• Do I believe that the way I see the world is totally accurate and complete — or am I honestly willing to listen to and consider new viewpoints and ideas?
  • Do I seriously consider different points of view (from a boss, direct report, team member, spouse, brother/sister, child), and am I willing to be influenced by them?
  • Do I believe there may be principles that I have not yet discovered? Am I determined to live in harmony with them, even if it means developing new thinking patterns and habits?
  • Do I value — and am I involved in — continual learning?

These three accelerators — make and keep commitments, stand for something, and being open, will help you increase your integrity.


Listen to “Stephen Covey’s Speed of Trust: Season 4 – Episode 10 – Be Open! – Old Job Mayhem” on Spreaker.


Stephen Covey’s Speed of Trust: Season 4 – Episode 6 – The Four Cores

Guys welcome back to another Stephen Covey blog/podcast, and today is a follow up from what we’ve already done with the questionnaire (last week). 

So, each part in the questionnaire corresponds to one of the “4 Cores of Credibility.”  These are the foundational elements that make you believable, both ot yourself and to others. 

So, when it comes to integrity, it basically means honesty.  It’s walking your talk.  Do you live up to your values and beliefs? Or do you do opposite of what you say. 

Core 2: Intent

The second core deals with issues of intent.  This has to do with our motives, our agendas, and our resulting behavior.  Trust grows when our motives are straightforward and based on mutual benefit — in other words, when we genuinely care not only for ourselves, but also for the people we interact with, lead, or serve.  When we suspect a hidden agenda from someone or we don’t believe they are acting in our best interests, we are suspicious about everything they say and do.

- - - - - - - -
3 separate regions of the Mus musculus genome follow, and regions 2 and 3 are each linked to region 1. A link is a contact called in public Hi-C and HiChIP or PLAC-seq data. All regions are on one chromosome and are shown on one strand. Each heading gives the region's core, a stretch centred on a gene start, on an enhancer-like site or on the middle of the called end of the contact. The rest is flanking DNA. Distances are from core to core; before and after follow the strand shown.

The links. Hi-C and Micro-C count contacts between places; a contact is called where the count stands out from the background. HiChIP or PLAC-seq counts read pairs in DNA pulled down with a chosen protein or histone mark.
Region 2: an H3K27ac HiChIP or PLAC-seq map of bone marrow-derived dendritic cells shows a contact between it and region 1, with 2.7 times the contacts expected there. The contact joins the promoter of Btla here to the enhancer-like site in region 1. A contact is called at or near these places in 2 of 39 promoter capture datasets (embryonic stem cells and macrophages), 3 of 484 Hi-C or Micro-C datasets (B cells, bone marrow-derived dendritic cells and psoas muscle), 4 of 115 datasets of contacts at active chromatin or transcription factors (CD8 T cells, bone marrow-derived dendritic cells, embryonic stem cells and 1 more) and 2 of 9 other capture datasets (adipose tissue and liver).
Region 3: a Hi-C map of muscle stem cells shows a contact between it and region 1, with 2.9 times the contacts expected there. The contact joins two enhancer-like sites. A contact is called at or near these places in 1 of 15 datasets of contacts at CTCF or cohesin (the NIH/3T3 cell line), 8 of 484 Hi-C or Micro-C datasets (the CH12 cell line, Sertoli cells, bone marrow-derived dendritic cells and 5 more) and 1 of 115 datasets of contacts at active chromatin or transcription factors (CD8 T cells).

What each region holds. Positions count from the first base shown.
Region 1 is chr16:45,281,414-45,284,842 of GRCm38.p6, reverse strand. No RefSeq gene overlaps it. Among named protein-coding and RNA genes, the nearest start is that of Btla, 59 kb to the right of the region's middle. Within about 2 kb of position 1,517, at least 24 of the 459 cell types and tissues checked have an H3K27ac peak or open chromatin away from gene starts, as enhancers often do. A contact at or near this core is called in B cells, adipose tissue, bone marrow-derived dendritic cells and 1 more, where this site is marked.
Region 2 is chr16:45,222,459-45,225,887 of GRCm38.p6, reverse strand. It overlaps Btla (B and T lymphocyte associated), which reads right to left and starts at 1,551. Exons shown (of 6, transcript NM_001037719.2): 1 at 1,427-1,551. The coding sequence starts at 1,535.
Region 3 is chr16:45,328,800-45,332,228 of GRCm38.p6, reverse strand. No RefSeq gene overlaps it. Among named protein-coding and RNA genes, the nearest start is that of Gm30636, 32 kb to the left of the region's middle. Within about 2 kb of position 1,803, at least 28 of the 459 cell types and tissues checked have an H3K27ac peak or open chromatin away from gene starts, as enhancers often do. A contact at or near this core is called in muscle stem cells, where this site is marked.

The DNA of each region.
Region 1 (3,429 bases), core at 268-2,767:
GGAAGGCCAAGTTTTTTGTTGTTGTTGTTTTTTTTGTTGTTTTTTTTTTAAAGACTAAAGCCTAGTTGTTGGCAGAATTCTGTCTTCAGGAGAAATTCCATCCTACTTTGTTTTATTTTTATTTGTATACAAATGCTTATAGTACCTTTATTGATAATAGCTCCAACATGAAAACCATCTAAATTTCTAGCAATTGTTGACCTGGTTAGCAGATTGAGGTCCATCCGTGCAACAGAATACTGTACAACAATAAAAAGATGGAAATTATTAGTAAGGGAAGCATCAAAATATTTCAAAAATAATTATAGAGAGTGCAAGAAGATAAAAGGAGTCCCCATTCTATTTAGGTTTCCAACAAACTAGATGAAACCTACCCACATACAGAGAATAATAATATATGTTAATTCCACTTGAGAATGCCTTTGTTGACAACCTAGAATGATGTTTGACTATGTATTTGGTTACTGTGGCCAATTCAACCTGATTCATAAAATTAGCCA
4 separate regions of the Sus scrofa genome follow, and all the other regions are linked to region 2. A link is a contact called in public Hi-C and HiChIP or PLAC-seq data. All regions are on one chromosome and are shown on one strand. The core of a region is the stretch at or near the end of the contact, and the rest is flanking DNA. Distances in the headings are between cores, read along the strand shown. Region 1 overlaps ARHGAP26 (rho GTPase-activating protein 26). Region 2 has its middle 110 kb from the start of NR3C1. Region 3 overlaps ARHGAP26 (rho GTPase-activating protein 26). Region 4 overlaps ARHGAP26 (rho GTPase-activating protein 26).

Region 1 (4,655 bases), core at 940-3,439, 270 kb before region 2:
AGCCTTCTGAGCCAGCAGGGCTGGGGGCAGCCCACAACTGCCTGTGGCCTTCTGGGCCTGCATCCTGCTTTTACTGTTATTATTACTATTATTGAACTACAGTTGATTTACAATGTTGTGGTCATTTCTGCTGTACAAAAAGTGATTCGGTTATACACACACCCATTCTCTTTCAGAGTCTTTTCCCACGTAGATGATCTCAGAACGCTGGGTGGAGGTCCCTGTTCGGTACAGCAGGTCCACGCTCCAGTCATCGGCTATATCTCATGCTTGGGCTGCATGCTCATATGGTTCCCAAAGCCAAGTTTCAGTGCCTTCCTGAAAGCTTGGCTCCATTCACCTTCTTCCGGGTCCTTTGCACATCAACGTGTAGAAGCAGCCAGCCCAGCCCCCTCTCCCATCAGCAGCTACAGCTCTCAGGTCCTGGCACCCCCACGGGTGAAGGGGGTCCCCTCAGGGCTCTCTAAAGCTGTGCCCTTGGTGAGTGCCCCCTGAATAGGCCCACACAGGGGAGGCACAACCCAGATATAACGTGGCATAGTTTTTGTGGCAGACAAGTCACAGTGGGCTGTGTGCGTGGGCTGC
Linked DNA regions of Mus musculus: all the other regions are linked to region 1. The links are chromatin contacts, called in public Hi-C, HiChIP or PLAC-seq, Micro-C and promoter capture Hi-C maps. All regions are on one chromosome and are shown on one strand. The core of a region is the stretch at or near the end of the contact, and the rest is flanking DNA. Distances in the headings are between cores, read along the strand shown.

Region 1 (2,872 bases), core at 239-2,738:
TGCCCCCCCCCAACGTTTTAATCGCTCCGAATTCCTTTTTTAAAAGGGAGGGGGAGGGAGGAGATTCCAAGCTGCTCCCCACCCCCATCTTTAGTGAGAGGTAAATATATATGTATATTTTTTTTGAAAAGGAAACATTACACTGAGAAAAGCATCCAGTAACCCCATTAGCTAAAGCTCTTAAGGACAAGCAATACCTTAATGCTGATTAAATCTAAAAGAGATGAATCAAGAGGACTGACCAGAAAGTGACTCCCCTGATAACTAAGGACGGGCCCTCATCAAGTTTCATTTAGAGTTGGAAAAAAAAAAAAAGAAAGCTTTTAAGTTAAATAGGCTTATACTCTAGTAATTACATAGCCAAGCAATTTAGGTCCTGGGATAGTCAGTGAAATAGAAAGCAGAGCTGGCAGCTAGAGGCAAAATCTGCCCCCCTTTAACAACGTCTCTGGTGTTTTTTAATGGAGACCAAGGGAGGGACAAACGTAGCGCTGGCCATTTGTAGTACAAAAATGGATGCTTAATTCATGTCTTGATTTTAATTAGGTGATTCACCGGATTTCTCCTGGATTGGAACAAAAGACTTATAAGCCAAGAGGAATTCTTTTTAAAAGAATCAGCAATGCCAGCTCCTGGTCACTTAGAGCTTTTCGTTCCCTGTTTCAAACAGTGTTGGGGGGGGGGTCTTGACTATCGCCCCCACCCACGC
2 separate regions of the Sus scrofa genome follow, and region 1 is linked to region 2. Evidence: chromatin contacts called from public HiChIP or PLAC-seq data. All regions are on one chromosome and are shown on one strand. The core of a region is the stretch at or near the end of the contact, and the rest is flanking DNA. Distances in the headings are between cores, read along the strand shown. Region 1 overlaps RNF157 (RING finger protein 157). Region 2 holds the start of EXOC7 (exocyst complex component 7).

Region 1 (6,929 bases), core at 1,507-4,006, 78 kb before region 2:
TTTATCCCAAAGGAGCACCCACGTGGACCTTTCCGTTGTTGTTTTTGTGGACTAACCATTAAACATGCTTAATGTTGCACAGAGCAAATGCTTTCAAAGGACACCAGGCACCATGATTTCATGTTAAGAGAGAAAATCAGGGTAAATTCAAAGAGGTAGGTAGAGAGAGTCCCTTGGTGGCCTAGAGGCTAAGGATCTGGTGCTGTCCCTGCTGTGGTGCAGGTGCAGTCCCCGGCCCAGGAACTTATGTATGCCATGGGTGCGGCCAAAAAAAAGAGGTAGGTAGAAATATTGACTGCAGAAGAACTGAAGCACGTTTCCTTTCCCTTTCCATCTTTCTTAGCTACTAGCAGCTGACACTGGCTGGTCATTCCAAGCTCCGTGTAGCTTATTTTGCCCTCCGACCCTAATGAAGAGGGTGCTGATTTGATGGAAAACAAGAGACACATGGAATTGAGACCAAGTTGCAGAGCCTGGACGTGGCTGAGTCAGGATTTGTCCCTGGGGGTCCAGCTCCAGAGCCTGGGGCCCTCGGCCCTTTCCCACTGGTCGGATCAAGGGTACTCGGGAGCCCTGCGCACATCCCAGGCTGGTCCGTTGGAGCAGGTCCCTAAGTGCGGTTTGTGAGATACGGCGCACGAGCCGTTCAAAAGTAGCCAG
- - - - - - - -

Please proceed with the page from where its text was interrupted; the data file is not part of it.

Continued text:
Both integrity and intent are matters of character.

Stephen Covey’s Speed of Trust

This happens a lot in my life because I have a tendency of always saying to myself, “is this real?”  Came across a lady on the street last night and she was super friendly.  It didn’t make any sense, and I truly believed that she had a hidden agenda. She was trying to exploit me somehow, someway, and I was right. 

Core 3: Capabilities

The third core deals with issues of capabilities.  These are the abilities that have inspire confidence — our talens, attitudes, skills, knowledge, and style.  They are the means we use to produce results.  A family doctor might have integrity and his motives might be good, but unless he’s trained and skilled to perform the task at hand (brain surgery, for example) he’ll be lacking in credibility in that area.  Capabilities also deal with our ability to establish, grow, extend, and restore trust. 

Stephen Covey’s Speed of Trust

Core 4: Results

The fourth core deals with issues around results.  This refers to our track record, our performance, our getting the right things done.  If we don’t accomplish what we are expected to do, it diminishes our credibility.  On the other hand, when we achieve the results we promised, we establish a positive reputation of performing, of being a produce, and our reputation precedes us. 

Stephen Covey’s Speed of Trust

And these are the cores.  Remember, everyone, each area is of equal importance.  Example, someone who has great integrity, good intent and a great track record my lack capabilities.  Another person who has great integrity, capable and produces excellent results may have selfishness and doesn’t care about you.  

In any case, you won’t fully trust that person in any situation. So, in order to visualize the importance of all cores is by through the metaphor of a tree.  Integrity is the root of the tree which everything else grows.  Intent becomes more visible after you establish the character, which is just below the soil.  It’s essentially the big trunk the pokes its head out.  The capabilities are the branches and the capacities that enable us to produce.  Results are the fruits.  

So, with the being said, we’re going to have to start going through the cores